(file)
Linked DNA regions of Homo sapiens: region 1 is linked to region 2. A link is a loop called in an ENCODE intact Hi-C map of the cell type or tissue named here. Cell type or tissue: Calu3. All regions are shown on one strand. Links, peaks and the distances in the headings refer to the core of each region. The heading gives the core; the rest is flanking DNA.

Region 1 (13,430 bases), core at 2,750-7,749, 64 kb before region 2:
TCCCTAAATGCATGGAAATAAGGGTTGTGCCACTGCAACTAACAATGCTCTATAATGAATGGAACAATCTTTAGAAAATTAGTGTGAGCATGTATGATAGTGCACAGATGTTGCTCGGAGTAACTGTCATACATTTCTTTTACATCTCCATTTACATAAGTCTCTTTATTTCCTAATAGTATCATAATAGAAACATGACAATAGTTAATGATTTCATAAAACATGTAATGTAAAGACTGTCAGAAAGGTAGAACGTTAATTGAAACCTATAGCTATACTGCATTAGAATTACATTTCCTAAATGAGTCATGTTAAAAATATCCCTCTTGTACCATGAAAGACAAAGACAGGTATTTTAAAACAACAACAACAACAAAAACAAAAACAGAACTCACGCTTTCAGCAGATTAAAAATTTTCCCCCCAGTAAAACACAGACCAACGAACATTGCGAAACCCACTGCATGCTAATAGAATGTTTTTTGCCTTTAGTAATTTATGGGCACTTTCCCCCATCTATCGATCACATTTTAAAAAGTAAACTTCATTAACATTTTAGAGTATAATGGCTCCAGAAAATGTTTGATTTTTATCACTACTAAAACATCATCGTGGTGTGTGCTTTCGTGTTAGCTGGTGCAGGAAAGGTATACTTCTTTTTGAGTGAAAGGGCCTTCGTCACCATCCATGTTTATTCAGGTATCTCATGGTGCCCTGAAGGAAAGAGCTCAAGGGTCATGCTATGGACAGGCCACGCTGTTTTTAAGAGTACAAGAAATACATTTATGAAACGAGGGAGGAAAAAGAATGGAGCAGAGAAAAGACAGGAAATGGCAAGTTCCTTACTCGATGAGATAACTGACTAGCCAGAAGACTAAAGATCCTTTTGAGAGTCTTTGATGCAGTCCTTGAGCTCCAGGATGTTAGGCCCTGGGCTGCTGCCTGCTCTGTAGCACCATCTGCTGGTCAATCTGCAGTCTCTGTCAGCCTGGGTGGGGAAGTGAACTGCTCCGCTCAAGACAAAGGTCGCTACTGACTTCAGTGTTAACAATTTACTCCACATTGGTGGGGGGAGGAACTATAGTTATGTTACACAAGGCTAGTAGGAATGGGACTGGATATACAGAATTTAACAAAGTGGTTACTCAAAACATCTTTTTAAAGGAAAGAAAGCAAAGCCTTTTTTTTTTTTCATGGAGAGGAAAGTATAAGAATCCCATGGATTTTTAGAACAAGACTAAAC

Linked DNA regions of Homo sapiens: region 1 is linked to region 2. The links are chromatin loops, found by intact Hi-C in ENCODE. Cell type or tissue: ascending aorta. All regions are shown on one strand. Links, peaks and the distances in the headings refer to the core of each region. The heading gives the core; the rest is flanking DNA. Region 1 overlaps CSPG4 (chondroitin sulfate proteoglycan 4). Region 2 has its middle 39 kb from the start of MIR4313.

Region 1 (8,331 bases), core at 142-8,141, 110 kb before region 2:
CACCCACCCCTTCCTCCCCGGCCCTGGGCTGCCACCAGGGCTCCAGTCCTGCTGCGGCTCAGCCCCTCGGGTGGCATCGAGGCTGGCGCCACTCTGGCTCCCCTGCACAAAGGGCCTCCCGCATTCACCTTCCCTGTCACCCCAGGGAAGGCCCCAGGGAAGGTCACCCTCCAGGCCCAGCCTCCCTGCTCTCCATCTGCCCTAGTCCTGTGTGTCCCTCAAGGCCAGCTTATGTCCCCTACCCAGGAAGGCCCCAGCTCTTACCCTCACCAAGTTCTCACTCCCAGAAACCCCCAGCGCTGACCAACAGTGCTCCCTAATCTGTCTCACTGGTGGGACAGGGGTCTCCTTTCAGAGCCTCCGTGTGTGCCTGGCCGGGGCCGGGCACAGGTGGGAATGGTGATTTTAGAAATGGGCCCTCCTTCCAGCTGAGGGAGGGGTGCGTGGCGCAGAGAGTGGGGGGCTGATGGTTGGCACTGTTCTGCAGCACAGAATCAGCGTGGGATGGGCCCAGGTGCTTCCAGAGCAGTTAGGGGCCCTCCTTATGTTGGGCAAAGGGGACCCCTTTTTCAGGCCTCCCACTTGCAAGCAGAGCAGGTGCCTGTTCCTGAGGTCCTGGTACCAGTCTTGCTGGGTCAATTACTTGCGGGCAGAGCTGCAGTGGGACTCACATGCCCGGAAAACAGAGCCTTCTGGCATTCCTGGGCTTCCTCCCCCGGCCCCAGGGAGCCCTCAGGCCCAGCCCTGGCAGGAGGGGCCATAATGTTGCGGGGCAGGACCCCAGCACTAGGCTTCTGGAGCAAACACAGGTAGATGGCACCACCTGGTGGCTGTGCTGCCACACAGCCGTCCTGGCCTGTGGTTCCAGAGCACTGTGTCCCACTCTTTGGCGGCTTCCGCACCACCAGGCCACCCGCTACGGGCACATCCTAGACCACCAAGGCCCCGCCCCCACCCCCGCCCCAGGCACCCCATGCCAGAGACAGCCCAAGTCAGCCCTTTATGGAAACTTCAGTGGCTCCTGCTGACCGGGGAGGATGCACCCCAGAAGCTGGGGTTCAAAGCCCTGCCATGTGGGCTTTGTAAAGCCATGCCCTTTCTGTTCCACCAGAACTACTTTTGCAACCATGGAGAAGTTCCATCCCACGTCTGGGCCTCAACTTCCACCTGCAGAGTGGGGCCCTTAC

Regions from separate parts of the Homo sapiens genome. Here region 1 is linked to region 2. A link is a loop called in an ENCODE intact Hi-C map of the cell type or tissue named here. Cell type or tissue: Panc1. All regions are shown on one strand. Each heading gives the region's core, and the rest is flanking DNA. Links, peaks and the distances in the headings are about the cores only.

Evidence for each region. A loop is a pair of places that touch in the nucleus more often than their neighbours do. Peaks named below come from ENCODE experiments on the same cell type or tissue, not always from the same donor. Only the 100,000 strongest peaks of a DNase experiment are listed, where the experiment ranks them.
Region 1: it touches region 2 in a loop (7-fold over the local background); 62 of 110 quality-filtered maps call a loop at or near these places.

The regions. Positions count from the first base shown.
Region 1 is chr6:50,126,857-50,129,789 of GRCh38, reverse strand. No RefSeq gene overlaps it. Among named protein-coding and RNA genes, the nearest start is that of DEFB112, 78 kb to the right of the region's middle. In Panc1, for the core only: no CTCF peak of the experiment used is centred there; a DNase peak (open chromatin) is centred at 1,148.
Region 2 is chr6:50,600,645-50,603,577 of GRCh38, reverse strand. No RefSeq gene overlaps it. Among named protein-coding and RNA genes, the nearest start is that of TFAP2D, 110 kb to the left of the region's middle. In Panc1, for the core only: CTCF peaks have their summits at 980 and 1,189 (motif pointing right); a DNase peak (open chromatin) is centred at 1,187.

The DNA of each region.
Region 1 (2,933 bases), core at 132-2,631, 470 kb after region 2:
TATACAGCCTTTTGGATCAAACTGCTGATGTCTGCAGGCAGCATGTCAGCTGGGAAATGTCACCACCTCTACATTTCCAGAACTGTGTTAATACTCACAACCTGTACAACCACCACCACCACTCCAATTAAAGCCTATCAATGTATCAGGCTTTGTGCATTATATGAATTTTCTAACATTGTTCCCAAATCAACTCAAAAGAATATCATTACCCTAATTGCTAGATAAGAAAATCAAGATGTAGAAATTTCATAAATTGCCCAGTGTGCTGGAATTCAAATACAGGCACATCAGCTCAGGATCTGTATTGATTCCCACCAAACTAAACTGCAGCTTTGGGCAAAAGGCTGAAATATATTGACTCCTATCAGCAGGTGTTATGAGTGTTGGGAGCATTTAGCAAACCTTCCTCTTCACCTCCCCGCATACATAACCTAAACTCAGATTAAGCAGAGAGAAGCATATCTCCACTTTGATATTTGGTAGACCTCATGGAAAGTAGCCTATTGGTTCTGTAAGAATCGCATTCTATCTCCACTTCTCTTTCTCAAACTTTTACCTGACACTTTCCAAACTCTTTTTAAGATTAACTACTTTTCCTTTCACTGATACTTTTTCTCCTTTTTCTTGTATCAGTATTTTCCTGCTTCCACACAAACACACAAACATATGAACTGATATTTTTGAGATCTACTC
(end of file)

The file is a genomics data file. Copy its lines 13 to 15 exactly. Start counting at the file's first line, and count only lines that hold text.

The DNA of each region.
Region 1 (2,933 bases), core at 132-2,631, 470 kb after region 2:
TATACAGCCTTTTGGATCAAACTGCTGATGTCTGCAGGCAGCATGTCAGCTGGGAAATGTCACCACCTCTACATTTCCAGAACTGTGTTAATACTCACAACCTGTACAACCACCACCACCACTCCAATTAAAGCCTATCAATGTATCAGGCTTTGTGCATTATATGAATTTTCTAACATTGTTCCCAAATCAACTCAAAAGAATATCATTACCCTAATTGCTAGATAAGAAAATCAAGATGTAGAAATTTCATAAATTGCCCAGTGTGCTGGAATTCAAATACAGGCACATCAGCTCAGGATCTGTATTGATTCCCACCAAACTAAACTGCAGCTTTGGGCAAAAGGCTGAAATATATTGACTCCTATCAGCAGGTGTTATGAGTGTTGGGAGCATTTAGCAAACCTTCCTCTTCACCTCCCCGCATACATAACCTAAACTCAGATTAAGCAGAGAGAAGCATATCTCCACTTTGATATTTGGTAGACCTCATGGAAAGTAGCCTATTGGTTCTGTAAGAATCGCATTCTATCTCCACTTCTCTTTCTCAAACTTTTACCTGACACTTTCCAAACTCTTTTTAAGATTAACTACTTTTCCTTTCACTGATACTTTTTCTCCTTTTTCTTGTATCAGTATTTTCCTGCTTCCACACAAACACACAAACATATGAACTGATATTTTTGAGATCTACTC